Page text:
Because the Church is a society, our views about the nature of ecclesial communion will naturally affect (and be affected by) our views on the nature of political communion. If we see faith as first and foremost a private, personal encounter with the divine, then we are likely to adopt a view of something like the First Amendment to the US Constitution as not just politically expedient, but as a religious and moral ideal. Religious liberty to adhere to our own private, personal faith (rather than religious unity or adherence to religious truth), becomes the highest good of the political community, because we no longer believe that religion is fundamentally communal. Indeed, religious liberty itself becomes a kind of shared religion. Particular religious beliefs may still be seen as instrumentally socially beneficial insofar as they motivate people to do good things, but religion will not be seen as an aspect of the common good. Society, in such a case, inevitably lapses into materialism, because while individuals may be brought out of themselves by service to the community, the community itself is not directed toward any good that transcends its own collective self-interest.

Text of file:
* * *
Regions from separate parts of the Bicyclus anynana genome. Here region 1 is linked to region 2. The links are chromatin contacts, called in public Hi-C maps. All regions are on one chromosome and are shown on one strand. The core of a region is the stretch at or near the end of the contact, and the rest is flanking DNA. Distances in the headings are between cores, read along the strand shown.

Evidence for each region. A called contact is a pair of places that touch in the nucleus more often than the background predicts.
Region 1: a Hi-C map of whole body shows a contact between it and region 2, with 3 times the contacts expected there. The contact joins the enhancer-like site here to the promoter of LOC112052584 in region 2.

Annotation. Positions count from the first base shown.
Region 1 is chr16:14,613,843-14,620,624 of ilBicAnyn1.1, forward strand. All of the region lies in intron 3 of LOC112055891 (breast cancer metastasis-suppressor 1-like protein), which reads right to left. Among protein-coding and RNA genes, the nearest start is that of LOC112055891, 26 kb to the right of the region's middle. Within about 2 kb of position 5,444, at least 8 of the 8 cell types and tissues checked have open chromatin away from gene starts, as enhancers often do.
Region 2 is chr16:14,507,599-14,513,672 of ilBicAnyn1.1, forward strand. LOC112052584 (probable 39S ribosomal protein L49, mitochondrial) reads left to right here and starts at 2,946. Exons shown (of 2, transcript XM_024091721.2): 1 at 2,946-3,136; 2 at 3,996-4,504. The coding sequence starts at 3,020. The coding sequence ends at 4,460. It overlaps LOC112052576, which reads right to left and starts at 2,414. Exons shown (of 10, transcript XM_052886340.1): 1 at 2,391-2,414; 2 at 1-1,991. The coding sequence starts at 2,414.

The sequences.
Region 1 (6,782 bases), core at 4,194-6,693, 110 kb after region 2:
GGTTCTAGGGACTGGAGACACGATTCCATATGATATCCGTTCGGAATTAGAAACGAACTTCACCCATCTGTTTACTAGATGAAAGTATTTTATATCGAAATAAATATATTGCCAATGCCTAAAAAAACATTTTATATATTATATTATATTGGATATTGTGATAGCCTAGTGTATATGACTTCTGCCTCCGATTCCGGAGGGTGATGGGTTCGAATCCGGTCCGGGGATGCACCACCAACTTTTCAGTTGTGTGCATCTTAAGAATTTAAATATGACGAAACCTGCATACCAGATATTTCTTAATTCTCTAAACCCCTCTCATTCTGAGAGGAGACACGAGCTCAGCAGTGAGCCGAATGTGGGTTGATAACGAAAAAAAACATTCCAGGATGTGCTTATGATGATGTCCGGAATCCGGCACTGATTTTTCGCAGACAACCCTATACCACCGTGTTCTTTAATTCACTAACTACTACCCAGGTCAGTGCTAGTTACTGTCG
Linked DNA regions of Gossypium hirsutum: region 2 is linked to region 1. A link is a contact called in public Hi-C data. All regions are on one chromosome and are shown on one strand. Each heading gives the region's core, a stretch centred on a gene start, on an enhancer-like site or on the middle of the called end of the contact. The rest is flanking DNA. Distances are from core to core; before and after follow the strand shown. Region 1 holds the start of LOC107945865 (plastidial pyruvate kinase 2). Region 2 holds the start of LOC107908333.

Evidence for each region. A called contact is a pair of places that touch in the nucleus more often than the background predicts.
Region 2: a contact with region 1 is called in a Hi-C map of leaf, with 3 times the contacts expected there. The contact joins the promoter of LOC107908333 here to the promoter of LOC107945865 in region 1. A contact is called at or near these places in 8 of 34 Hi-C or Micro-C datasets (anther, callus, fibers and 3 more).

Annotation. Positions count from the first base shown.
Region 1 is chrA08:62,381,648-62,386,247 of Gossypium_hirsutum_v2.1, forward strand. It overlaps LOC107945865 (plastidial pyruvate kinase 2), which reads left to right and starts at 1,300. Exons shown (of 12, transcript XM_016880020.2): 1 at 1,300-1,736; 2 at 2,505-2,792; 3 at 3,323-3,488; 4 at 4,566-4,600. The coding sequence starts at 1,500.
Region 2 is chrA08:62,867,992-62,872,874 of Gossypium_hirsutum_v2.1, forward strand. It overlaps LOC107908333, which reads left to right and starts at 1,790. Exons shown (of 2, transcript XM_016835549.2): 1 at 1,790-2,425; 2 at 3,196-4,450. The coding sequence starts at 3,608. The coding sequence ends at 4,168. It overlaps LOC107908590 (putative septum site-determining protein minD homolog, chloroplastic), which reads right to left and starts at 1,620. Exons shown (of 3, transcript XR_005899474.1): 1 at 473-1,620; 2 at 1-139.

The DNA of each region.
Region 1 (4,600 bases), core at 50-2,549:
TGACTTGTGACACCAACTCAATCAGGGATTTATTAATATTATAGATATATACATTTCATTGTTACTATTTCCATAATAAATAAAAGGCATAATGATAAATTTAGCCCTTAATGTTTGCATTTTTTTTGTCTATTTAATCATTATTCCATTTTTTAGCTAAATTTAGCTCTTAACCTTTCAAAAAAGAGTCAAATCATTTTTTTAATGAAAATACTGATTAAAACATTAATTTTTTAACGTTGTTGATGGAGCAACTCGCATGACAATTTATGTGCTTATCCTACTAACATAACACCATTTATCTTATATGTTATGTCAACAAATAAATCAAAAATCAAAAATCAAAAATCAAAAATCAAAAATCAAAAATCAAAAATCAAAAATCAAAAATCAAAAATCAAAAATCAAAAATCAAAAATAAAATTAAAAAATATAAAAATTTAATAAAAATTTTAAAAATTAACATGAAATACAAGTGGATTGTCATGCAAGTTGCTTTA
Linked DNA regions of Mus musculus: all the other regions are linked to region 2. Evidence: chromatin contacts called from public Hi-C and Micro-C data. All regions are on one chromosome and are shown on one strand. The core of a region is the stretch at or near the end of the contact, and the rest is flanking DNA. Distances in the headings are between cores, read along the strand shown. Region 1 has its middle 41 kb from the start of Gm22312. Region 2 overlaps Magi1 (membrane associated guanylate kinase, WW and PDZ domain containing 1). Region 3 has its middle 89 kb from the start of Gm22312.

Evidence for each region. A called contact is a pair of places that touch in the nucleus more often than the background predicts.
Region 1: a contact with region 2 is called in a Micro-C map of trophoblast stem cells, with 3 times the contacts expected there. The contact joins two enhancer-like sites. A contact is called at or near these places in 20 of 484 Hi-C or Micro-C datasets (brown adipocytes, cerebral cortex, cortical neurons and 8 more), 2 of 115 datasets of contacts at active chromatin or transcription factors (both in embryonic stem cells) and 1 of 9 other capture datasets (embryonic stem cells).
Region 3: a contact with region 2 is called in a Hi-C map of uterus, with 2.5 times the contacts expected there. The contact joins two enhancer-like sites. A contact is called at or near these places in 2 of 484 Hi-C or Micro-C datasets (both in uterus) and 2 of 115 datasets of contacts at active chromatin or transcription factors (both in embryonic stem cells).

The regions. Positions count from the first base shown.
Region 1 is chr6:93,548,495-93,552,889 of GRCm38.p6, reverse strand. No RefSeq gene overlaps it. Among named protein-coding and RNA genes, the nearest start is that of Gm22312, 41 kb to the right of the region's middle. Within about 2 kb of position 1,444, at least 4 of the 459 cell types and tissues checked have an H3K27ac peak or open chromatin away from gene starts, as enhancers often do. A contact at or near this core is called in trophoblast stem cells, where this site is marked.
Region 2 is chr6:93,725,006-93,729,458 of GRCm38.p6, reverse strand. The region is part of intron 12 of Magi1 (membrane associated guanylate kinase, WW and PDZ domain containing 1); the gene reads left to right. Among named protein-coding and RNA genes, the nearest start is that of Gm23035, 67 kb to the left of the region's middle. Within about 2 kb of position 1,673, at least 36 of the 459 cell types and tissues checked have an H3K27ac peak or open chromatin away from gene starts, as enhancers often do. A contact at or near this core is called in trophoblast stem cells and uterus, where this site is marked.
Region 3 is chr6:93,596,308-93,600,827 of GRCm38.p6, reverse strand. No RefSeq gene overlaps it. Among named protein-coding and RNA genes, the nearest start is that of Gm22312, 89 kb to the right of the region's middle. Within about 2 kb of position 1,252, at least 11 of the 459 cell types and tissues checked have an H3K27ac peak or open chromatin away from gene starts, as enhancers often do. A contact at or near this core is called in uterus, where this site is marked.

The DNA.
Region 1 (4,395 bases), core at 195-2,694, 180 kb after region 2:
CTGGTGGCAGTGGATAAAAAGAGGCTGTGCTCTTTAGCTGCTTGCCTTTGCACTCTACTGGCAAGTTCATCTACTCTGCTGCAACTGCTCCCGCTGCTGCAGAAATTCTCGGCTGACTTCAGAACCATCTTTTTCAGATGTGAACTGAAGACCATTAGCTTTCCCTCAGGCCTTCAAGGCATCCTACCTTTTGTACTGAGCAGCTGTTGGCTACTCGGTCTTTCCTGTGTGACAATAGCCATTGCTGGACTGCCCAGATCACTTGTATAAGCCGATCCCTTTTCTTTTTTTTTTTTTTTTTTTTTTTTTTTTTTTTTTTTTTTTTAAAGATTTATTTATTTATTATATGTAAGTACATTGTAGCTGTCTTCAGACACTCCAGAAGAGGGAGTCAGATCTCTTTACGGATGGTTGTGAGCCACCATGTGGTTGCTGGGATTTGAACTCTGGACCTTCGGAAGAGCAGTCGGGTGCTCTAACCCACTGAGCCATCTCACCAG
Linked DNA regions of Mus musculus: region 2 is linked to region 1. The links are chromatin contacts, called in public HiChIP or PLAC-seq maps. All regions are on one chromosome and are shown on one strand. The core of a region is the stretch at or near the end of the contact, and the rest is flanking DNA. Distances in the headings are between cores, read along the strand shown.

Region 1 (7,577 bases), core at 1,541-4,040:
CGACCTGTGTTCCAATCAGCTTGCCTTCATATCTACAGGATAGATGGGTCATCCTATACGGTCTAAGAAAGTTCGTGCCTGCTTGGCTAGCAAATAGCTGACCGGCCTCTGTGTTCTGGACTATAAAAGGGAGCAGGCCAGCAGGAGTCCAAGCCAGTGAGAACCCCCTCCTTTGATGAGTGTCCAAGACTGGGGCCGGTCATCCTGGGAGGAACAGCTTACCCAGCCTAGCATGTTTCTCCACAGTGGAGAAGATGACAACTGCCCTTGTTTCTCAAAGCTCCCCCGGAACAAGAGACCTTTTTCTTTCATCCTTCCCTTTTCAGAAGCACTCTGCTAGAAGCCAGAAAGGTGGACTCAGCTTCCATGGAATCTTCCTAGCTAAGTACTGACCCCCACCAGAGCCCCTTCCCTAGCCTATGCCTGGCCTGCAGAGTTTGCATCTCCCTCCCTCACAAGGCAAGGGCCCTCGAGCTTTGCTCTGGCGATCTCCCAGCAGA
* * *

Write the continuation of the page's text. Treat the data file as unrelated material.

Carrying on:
My argument is not that the Catholic Church should return to the confrontational political stance it adopted during the Counter-Reformation era, a stance excessively concerned with legal form over theological substance (no traditionalist has ever been able to explain to me what the point of a state constitution establishing Catholicism is unless it is a recognition of the fact that, prior to the state itself, the Catholic religion simply is part of what organically constitutes a particular body politic). Rather, I wish to point out that Counter-Reformation Catholicism at least recognized that religious pluralism is a social problem, and attempted to articulate solutions to this problem, however inadequate we might judge them to have been. If the concept of evangelical Catholicism (which does have many things to commend it) is to pass muster, it too must honestly confront this problem. Some “deep reform” is needed if evangelical Catholicism wishes to conform not only to classic Christian orthodoxy on the nature of the Church, but also to the finer strands of Catholic social and political thought.